Now this is clearly not without its problems. A whole system would have to be set up to support the election process and to determine who should get funds for running (based on top x candidates?). There is a lot of loopholes that would need closed as well, I'm sure. It is also likely this will never happen unless a constitutional ammendment is pushed by the people...

Anyway, it is just an idea I thought I'd throw out there. :)

RE: End it
By The Raven on 1/16/2012 6:33:23 PM , Rating: 2
I am thinking all the elected officials need a huge raise in salary.
Are you serious? You know that is exactly what lobbyists do right? Give them a bunch of money.

No we should just look for people who are not motivated by money/power to represent us.

It is called public service for a reason.

How do we get people who don't want money or power? Don't offer the money and power!

RE: End it
By fcx56 on 1/17/2012 5:51:59 AM , Rating: 2

Thanks for that one, Raven. The only people that wouldn't be in it for the money would probably be judged as unfit by greater society, considering in America we're trained from youth to want and acquire more and more. They wouldn't be idolised by the greedy public and would be immediately ostracised!

RE: End it
By The Raven on 1/17/2012 11:43:40 AM , Rating: 2
HAHAHAHAHAHAHAHAHAHAHAHAHA Thanks for that one, Raven. Ron Paul HAS been judged as unfit by greater society, considering in America we're trained from youth to want and acquire more and more. They wouldn't be idolised by the greedy public and would be immediately ostracised!

Fixed it for you...:-(

RE: End it
By BaDaBooM on 1/18/2012 11:07:29 AM , Rating: 2
Good luck finding qualified, intelligent people to do that for little pay. It really is a crappy job. They are under a microscope much of the time and are constantly criticized (rightly so). However it is also a really important job. You may be able to find some gems here and there that are willing to take that abuse for little pay but I much rather get some of our best people in there.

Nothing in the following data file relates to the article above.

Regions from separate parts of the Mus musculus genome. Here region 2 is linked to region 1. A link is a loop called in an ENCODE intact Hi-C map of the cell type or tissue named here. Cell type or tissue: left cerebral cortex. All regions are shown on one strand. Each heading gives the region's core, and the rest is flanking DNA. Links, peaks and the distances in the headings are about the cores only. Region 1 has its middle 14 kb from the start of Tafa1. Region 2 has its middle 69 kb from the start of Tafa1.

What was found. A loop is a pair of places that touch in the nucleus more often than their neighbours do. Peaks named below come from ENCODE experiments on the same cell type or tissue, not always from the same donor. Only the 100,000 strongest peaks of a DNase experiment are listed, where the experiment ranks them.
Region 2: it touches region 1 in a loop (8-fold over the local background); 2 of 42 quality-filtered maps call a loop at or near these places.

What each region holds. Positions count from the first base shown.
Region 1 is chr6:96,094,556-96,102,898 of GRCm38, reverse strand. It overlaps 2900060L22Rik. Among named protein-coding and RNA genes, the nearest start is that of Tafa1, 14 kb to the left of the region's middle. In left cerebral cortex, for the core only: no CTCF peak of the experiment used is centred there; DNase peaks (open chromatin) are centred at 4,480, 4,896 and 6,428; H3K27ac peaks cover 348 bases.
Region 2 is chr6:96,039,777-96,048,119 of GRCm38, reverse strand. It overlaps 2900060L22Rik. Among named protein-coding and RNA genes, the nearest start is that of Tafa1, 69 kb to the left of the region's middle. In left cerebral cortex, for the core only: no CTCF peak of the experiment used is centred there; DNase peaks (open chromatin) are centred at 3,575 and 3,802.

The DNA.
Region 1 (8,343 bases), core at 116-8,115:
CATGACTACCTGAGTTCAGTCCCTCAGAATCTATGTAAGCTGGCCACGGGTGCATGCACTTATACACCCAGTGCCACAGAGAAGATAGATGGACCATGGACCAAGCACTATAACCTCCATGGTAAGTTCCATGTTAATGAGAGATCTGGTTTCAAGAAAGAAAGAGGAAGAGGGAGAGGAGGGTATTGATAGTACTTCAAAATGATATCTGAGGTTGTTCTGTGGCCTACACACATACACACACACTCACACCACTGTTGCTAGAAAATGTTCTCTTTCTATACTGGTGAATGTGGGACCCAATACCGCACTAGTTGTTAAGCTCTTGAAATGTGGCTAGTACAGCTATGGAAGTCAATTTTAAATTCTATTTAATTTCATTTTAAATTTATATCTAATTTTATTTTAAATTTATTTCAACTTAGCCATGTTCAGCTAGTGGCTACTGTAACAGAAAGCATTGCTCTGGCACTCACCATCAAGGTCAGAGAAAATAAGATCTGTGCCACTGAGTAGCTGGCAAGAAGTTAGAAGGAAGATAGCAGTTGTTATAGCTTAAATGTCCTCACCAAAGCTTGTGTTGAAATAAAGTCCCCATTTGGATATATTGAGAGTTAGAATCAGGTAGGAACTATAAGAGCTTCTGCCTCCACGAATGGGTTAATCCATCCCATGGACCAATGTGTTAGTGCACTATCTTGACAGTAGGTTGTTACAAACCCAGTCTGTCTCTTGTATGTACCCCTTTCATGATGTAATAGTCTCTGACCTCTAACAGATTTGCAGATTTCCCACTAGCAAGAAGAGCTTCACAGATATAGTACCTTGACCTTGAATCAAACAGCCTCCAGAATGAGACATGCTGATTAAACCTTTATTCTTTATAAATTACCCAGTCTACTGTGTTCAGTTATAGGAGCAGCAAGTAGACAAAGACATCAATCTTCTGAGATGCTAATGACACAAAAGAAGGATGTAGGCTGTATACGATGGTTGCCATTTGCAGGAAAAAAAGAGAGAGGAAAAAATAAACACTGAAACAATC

RE: End it
By Solandri on 1/16/2012 5:15:05 PM , Rating: 2
How is it possible to make lobbying illegal?

I don't think it needs to be made illegal. Just make it a requirement that every meeting between an elected official and anyone who could potentially lobby for a cause is videotaped and made publicly available.

Lobbying really isn't a problem if it's truly in the public interest. An oil industry lobbyist can make a perfectly valid argument that economic activity is inversely related to the price of energy. So a good way to bring us out of recession is to lower the price of energy through subsidies, incentives, increased exploration. They'd have no problem with that being on the public record.

It's the backroom deals like SOPA that would be ostracized due to the public backlash following broadcast of the video.

RE: End it
By wempa on 1/17/2012 12:12:52 PM , Rating: 2
Right, but money should be no part of the process. The corporations and other stakeholders should be able to make their cases on the issues, but that's it.

RE: End it
By YashBudini on 1/19/2012 3:22:43 PM , Rating: 2
How is it possible to make lobbying illegal?

I'd like to start with keeping felons out of public office. Private companies do it all the time, why can't they?

"Can anyone tell me what MobileMe is supposed to do?... So why the f*** doesn't it do that?" -- Steve Jobs

Most Popular Articles5 Cases for iPhone 7 and 7 iPhone Plus
September 18, 2016, 10:08 AM
No More Turtlenecks - Try Snakables
September 19, 2016, 7:44 AM
ADHD Diagnosis and Treatment in Children: Problem or Paranoia?
September 19, 2016, 5:30 AM
Walmart may get "Robot Shopping Carts?"
September 17, 2016, 6:01 AM
Automaker Porsche may expand range of Panamera Coupe design.
September 18, 2016, 11:00 AM

Copyright 2016 DailyTech LLC. - RSS Feed | Advertise | About Us | Ethics | FAQ | Terms, Conditions & Privacy Information | Kristopher Kubicki